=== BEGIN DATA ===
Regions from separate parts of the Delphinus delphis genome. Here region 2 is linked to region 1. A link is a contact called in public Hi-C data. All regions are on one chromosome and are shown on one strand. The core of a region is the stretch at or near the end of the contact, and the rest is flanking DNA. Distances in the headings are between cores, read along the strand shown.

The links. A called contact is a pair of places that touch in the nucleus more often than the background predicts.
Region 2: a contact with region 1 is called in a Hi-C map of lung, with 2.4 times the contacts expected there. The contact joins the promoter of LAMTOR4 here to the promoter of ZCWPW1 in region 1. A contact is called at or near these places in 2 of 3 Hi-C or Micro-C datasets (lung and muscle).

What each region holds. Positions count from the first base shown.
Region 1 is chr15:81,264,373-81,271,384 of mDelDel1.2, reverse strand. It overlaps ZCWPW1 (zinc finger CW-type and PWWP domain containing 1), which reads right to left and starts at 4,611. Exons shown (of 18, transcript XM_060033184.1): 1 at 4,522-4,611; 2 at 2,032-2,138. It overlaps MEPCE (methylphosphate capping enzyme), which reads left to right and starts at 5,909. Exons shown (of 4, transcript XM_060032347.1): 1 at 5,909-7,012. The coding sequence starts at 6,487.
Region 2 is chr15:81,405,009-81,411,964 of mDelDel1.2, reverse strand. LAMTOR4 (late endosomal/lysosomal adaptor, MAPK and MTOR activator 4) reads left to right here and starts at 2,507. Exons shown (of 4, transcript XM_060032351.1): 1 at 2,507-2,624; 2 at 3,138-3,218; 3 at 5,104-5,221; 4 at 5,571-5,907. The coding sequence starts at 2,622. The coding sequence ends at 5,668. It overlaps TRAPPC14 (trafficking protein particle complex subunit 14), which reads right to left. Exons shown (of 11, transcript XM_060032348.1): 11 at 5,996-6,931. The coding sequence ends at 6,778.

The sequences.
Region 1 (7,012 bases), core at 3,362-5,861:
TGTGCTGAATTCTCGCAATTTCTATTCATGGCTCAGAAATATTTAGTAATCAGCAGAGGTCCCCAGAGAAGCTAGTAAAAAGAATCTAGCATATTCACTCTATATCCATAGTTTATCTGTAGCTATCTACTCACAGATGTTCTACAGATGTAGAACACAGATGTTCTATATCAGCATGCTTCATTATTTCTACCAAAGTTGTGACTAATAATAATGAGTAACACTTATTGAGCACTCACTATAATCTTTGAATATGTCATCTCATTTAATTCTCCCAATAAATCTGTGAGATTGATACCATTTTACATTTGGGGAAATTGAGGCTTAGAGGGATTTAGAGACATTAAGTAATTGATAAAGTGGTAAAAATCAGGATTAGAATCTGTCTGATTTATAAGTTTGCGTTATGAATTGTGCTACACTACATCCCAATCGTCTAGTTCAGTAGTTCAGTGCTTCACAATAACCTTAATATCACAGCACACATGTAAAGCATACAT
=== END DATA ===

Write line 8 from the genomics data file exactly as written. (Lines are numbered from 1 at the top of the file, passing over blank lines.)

Region 1 (7,012 bases), core at 3,362-5,861: